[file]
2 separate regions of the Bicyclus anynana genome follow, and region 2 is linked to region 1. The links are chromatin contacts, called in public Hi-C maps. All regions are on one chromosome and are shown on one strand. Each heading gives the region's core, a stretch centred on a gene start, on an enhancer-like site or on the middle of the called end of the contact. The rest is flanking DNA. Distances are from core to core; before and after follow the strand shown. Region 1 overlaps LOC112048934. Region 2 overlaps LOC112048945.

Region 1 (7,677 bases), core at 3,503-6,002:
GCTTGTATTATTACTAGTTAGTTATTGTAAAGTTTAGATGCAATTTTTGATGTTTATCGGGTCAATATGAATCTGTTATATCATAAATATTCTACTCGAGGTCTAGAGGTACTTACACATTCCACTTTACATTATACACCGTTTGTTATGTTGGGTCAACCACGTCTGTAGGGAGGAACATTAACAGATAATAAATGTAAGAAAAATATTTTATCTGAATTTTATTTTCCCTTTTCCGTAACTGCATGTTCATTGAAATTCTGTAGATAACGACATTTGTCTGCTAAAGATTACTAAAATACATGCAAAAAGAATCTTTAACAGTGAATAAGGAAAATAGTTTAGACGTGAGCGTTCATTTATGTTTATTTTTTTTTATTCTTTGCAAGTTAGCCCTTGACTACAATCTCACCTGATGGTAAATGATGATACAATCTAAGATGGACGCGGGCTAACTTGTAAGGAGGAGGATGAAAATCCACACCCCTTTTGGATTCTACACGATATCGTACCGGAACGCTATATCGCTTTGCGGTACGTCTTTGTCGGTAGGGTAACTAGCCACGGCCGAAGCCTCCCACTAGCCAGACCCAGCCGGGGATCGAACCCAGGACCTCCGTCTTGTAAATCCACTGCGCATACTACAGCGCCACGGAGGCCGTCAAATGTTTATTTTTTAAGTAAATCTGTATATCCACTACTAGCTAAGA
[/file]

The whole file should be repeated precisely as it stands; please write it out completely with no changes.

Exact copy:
2 separate regions of the Bicyclus anynana genome follow, and region 2 is linked to region 1. The links are chromatin contacts, called in public Hi-C maps. All regions are on one chromosome and are shown on one strand. Each heading gives the region's core, a stretch centred on a gene start, on an enhancer-like site or on the middle of the called end of the contact. The rest is flanking DNA. Distances are from core to core; before and after follow the strand shown. Region 1 overlaps LOC112048934. Region 2 overlaps LOC112048945.

Region 1 (7,677 bases), core at 3,503-6,002:
GCTTGTATTATTACTAGTTAGTTATTGTAAAGTTTAGATGCAATTTTTGATGTTTATCGGGTCAATATGAATCTGTTATATCATAAATATTCTACTCGAGGTCTAGAGGTACTTACACATTCCACTTTACATTATACACCGTTTGTTATGTTGGGTCAACCACGTCTGTAGGGAGGAACATTAACAGATAATAAATGTAAGAAAAATATTTTATCTGAATTTTATTTTCCCTTTTCCGTAACTGCATGTTCATTGAAATTCTGTAGATAACGACATTTGTCTGCTAAAGATTACTAAAATACATGCAAAAAGAATCTTTAACAGTGAATAAGGAAAATAGTTTAGACGTGAGCGTTCATTTATGTTTATTTTTTTTTATTCTTTGCAAGTTAGCCCTTGACTACAATCTCACCTGATGGTAAATGATGATACAATCTAAGATGGACGCGGGCTAACTTGTAAGGAGGAGGATGAAAATCCACACCCCTTTTGGATTCTACACGATATCGTACCGGAACGCTATATCGCTTTGCGGTACGTCTTTGTCGGTAGGGTAACTAGCCACGGCCGAAGCCTCCCACTAGCCAGACCCAGCCGGGGATCGAACCCAGGACCTCCGTCTTGTAAATCCACTGCGCATACTACAGCGCCACGGAGGCCGTCAAATGTTTATTTTTTAAGTAAATCTGTATATCCACTACTAGCTAAGA